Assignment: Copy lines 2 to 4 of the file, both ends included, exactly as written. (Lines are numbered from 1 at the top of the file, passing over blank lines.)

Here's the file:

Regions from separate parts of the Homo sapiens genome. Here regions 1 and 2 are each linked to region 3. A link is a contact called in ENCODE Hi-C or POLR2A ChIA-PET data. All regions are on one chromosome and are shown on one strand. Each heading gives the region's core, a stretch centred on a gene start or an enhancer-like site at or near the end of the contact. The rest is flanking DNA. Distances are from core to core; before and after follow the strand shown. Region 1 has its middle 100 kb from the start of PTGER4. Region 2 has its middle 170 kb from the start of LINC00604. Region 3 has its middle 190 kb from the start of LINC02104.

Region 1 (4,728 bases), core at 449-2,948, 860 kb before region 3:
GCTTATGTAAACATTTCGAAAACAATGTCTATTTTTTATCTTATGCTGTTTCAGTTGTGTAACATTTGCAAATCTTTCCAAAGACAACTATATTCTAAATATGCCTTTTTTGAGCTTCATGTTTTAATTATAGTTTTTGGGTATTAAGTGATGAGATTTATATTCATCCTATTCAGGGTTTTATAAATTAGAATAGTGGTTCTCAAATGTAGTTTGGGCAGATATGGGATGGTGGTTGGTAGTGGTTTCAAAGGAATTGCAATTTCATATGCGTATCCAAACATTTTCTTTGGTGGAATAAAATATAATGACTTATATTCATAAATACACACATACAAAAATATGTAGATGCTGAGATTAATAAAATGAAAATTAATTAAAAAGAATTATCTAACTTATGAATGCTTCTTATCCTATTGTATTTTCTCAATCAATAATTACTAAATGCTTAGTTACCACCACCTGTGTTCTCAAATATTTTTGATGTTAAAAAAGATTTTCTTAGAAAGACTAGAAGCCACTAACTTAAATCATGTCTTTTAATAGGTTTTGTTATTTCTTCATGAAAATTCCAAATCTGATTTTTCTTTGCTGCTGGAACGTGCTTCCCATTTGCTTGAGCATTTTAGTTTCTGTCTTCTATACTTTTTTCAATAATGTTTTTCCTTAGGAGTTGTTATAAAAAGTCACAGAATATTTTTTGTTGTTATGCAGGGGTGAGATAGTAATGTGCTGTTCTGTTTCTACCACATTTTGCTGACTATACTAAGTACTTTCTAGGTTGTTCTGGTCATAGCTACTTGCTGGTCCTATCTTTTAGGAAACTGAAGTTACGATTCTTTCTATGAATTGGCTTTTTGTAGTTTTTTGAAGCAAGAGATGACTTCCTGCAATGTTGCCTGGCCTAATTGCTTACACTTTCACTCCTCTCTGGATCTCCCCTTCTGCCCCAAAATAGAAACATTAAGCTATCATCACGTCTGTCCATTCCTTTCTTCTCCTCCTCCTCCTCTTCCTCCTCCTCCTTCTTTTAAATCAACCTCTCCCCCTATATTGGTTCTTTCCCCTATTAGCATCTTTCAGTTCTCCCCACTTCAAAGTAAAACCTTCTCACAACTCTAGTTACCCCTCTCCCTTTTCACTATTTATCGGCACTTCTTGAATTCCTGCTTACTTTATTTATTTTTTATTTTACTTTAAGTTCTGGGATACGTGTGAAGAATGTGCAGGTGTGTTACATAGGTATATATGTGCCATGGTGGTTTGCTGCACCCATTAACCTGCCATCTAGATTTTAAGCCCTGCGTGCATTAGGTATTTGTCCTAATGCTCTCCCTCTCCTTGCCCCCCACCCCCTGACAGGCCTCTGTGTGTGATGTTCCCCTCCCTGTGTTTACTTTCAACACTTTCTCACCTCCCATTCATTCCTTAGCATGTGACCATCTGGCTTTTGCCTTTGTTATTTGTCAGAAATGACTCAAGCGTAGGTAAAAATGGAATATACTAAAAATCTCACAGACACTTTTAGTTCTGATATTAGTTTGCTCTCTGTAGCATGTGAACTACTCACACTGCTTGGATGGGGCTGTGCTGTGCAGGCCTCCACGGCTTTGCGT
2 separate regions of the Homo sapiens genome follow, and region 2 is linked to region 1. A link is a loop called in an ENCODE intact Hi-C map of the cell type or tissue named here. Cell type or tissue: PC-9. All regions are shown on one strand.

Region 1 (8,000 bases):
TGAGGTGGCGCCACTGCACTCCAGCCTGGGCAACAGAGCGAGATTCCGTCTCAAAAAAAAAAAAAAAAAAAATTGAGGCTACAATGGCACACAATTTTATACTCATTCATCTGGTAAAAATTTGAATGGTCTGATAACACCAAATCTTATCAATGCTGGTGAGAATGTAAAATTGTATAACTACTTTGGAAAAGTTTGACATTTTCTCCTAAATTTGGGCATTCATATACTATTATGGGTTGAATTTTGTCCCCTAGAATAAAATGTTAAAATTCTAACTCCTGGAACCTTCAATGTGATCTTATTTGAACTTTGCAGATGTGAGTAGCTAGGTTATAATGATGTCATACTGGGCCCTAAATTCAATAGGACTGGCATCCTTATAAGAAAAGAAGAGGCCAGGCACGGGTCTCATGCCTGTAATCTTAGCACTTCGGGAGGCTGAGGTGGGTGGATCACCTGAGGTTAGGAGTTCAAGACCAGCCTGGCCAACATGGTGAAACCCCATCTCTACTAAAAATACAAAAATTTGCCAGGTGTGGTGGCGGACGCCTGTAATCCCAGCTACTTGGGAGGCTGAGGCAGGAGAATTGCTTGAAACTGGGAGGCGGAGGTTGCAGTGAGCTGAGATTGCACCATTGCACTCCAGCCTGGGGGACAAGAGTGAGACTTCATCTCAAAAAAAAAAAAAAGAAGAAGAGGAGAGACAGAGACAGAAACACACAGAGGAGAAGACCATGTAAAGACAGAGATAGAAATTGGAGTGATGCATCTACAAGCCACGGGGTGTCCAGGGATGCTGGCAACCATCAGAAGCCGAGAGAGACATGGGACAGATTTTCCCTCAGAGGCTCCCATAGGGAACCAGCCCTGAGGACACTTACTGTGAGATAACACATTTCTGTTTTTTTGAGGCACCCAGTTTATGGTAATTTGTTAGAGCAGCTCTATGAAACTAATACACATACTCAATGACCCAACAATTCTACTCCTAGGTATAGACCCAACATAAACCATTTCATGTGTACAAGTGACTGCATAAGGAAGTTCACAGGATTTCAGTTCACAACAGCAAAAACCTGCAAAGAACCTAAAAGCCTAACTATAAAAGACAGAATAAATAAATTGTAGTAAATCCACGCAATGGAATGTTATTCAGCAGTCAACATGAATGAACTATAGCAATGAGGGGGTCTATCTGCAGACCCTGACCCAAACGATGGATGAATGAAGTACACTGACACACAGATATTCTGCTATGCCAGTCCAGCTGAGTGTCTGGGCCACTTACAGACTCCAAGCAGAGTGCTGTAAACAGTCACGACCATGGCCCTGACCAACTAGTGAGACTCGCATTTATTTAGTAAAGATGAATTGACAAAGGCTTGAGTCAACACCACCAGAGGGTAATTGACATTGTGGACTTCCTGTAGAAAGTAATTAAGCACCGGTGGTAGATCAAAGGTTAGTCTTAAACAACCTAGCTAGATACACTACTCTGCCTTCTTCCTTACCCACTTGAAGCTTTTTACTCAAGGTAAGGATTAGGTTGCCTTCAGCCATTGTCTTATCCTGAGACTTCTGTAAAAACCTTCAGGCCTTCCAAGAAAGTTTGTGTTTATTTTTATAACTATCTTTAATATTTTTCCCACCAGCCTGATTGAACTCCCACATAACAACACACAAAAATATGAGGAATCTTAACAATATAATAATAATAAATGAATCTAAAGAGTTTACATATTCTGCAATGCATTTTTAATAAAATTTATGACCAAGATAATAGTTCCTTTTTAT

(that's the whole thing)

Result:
Region 1 (4,728 bases), core at 449-2,948, 860 kb before region 3:
GCTTATGTAAACATTTCGAAAACAATGTCTATTTTTTATCTTATGCTGTTTCAGTTGTGTAACATTTGCAAATCTTTCCAAAGACAACTATATTCTAAATATGCCTTTTTTGAGCTTCATGTTTTAATTATAGTTTTTGGGTATTAAGTGATGAGATTTATATTCATCCTATTCAGGGTTTTATAAATTAGAATAGTGGTTCTCAAATGTAGTTTGGGCAGATATGGGATGGTGGTTGGTAGTGGTTTCAAAGGAATTGCAATTTCATATGCGTATCCAAACATTTTCTTTGGTGGAATAAAATATAATGACTTATATTCATAAATACACACATACAAAAATATGTAGATGCTGAGATTAATAAAATGAAAATTAATTAAAAAGAATTATCTAACTTATGAATGCTTCTTATCCTATTGTATTTTCTCAATCAATAATTACTAAATGCTTAGTTACCACCACCTGTGTTCTCAAATATTTTTGATGTTAAAAAAGATTTTCTTAGAAAGACTAGAAGCCACTAACTTAAATCATGTCTTTTAATAGGTTTTGTTATTTCTTCATGAAAATTCCAAATCTGATTTTTCTTTGCTGCTGGAACGTGCTTCCCATTTGCTTGAGCATTTTAGTTTCTGTCTTCTATACTTTTTTCAATAATGTTTTTCCTTAGGAGTTGTTATAAAAAGTCACAGAATATTTTTTGTTGTTATGCAGGGGTGAGATAGTAATGTGCTGTTCTGTTTCTACCACATTTTGCTGACTATACTAAGTACTTTCTAGGTTGTTCTGGTCATAGCTACTTGCTGGTCCTATCTTTTAGGAAACTGAAGTTACGATTCTTTCTATGAATTGGCTTTTTGTAGTTTTTTGAAGCAAGAGATGACTTCCTGCAATGTTGCCTGGCCTAATTGCTTACACTTTCACTCCTCTCTGGATCTCCCCTTCTGCCCCAAAATAGAAACATTAAGCTATCATCACGTCTGTCCATTCCTTTCTTCTCCTCCTCCTCCTCTTCCTCCTCCTCCTTCTTTTAAATCAACCTCTCCCCCTATATTGGTTCTTTCCCCTATTAGCATCTTTCAGTTCTCCCCACTTCAAAGTAAAACCTTCTCACAACTCTAGTTACCCCTCTCCCTTTTCACTATTTATCGGCACTTCTTGAATTCCTGCTTACTTTATTTATTTTTTATTTTACTTTAAGTTCTGGGATACGTGTGAAGAATGTGCAGGTGTGTTACATAGGTATATATGTGCCATGGTGGTTTGCTGCACCCATTAACCTGCCATCTAGATTTTAAGCCCTGCGTGCATTAGGTATTTGTCCTAATGCTCTCCCTCTCCTTGCCCCCCACCCCCTGACAGGCCTCTGTGTGTGATGTTCCCCTCCCTGTGTTTACTTTCAACACTTTCTCACCTCCCATTCATTCCTTAGCATGTGACCATCTGGCTTTTGCCTTTGTTATTTGTCAGAAATGACTCAAGCGTAGGTAAAAATGGAATATACTAAAAATCTCACAGACACTTTTAGTTCTGATATTAGTTTGCTCTCTGTAGCATGTGAACTACTCACACTGCTTGGATGGGGCTGTGCTGTGCAGGCCTCCACGGCTTTGCGT
2 separate regions of the Homo sapiens genome follow, and region 2 is linked to region 1. A link is a loop called in an ENCODE intact Hi-C map of the cell type or tissue named here. Cell type or tissue: PC-9. All regions are shown on one strand.